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Leadership Tips: Vol. 118

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in Best-Practices Leadership,Firing,Human Resources,Leaders & Managers

•  Combat stifling bureaucracy by coaching or removing indecisive managers, advises Ram Charan, co-author of Execution. “You know who they are,” he tells BusinessWeek. “They’re the ones who are slowing things down. Find out whether they can be saved. If not, get rid of them.” To the rest, ask, “What do we need to do to allow us to move faster?”

•  Innovate in the face of a recession by taking the long view, rather than rushing blindly to survive. Example: Best Buy made the counterintuitive decision to focus on service by adding people, rather than firing them and cutting back service. Result: Increased customer loyalty that may pay off well beyond this economic crisis.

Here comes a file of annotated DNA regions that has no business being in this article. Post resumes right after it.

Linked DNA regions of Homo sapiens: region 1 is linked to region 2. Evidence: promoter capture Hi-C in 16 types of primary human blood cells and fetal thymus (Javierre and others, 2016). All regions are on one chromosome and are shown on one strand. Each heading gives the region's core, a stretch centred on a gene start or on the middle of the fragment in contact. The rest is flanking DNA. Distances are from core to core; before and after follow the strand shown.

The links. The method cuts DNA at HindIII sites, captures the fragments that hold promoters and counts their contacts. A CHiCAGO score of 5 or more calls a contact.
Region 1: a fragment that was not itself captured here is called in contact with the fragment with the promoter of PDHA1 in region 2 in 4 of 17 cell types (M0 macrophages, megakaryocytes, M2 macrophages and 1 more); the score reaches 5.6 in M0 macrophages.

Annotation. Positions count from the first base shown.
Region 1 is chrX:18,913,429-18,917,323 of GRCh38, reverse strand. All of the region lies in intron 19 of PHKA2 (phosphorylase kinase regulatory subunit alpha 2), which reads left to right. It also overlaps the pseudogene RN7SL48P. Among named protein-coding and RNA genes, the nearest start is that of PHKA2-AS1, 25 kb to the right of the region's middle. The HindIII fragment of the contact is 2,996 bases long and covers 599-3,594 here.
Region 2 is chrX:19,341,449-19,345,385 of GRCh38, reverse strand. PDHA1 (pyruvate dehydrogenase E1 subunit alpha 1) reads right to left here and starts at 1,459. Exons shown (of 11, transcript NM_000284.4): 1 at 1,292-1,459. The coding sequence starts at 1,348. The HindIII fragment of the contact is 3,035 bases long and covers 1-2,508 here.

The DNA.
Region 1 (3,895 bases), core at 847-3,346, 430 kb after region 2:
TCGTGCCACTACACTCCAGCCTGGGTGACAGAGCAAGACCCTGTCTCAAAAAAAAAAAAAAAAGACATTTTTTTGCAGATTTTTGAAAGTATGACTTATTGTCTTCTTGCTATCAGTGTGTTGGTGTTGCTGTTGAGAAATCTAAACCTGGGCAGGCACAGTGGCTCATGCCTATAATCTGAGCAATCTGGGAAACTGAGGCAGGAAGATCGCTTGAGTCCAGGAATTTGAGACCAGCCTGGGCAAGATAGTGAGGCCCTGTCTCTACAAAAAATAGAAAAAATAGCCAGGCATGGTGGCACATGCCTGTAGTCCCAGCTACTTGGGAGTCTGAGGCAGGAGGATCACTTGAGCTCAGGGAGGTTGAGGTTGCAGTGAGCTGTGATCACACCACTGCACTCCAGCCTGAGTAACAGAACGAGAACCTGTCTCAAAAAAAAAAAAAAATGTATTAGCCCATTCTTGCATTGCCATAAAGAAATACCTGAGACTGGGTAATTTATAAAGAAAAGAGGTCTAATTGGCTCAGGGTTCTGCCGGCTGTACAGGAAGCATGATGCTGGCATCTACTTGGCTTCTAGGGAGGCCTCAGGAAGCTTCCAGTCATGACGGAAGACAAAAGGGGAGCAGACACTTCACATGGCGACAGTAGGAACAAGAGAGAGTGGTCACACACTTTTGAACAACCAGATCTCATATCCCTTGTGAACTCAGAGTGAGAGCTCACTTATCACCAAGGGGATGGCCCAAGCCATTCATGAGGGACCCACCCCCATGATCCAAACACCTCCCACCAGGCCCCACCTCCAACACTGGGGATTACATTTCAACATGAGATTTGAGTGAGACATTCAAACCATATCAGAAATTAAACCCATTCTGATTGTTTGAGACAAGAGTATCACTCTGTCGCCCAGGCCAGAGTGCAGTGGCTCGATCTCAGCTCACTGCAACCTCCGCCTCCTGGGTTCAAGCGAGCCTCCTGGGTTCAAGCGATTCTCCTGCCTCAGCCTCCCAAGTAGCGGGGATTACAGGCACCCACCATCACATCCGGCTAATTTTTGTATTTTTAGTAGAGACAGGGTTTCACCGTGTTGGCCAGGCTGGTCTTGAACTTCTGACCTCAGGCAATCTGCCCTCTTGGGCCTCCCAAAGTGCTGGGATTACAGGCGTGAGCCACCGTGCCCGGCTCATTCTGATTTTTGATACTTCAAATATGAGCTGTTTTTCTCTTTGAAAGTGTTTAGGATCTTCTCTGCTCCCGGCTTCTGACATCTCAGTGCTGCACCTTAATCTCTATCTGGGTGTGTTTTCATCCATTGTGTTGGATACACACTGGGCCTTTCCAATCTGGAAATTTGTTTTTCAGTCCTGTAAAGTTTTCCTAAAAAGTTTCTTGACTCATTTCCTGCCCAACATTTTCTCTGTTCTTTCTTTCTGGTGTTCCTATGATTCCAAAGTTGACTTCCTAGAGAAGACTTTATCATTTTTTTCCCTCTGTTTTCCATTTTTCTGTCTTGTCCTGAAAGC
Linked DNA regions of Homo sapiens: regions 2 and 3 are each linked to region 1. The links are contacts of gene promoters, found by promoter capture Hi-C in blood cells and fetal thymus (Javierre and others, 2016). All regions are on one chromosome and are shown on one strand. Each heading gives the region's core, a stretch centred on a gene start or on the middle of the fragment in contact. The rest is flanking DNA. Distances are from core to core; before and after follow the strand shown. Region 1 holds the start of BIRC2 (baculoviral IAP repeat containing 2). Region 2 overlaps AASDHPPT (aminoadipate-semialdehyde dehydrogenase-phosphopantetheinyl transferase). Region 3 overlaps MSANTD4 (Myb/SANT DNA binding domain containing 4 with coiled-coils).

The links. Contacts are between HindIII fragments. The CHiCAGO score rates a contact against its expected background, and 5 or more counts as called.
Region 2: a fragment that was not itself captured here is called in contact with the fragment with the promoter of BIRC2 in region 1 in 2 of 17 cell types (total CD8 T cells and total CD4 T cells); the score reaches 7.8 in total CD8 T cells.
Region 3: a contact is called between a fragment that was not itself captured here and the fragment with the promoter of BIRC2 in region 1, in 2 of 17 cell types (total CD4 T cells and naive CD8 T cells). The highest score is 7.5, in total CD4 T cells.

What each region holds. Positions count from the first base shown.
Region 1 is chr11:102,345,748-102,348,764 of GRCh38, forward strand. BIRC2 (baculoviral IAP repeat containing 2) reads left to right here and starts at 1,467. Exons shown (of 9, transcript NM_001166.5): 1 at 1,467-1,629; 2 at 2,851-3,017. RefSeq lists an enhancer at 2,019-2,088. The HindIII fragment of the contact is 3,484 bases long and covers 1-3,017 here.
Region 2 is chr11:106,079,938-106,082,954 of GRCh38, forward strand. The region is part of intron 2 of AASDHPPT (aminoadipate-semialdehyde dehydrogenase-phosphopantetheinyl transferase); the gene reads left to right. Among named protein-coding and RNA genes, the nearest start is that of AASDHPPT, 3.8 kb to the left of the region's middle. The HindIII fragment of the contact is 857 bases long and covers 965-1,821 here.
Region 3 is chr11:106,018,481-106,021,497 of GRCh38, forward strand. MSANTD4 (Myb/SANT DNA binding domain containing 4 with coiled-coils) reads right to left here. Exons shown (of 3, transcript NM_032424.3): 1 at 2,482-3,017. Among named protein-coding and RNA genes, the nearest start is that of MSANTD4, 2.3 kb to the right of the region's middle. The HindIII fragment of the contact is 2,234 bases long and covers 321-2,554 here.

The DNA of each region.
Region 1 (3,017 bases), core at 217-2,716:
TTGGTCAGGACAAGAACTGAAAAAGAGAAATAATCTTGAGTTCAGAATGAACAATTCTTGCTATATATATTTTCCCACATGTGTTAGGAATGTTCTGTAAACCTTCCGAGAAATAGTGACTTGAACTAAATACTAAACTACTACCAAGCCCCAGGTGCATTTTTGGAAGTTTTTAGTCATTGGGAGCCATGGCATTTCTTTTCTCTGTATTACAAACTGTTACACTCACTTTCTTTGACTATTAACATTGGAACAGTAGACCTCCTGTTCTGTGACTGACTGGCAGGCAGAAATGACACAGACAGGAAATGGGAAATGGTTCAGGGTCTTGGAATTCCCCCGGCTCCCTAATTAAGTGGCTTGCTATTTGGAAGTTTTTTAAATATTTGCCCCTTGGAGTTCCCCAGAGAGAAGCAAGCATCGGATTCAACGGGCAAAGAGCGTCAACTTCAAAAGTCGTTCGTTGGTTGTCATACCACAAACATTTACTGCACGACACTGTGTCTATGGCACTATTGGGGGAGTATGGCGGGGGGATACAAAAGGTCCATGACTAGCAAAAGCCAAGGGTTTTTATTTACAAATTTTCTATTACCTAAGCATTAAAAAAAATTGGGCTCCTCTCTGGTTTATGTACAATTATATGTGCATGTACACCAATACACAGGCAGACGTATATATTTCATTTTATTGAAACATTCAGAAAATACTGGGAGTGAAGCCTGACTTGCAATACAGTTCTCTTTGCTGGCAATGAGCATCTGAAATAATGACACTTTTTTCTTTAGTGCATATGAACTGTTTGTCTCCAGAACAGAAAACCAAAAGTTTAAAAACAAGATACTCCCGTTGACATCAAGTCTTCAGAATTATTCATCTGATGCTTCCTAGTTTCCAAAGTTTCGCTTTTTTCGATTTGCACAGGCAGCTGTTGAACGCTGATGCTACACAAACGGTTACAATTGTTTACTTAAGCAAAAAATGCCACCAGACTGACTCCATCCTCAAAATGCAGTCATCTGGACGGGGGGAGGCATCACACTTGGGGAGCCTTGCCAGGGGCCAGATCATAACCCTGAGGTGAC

•  Improve group performance by showing empathy. Social neuroscience research shows that when leaders show empathy, their brain chemistry changes, and that literally changes their followers’ brain chemistry. So, to be a better leader, become attuned to the concerns of others.

•  Shape the stories told about your company by launching your own “newsroom” on your company web site. Introduce it as a resource where customers and media can turn for honest, up-to-date information about what’s happening within your walls.

•  Cut business travel by telecommuting, like Cisco chief executive John Chambers. Using a high-definition videoconferencing system called “telepresence,” Chambers has gone from spending 60% of his time on the road to carrying out half his sales calls from a conference room. He plans to eventually travel by Cisco-developed hologram. “Video is the only technology I’ve seen CEOs turn around and sell to other CEOs,” he tells Portfolio. “Overall, we cut travel in Cisco by 20% last year and will cut it another 10% this year.”

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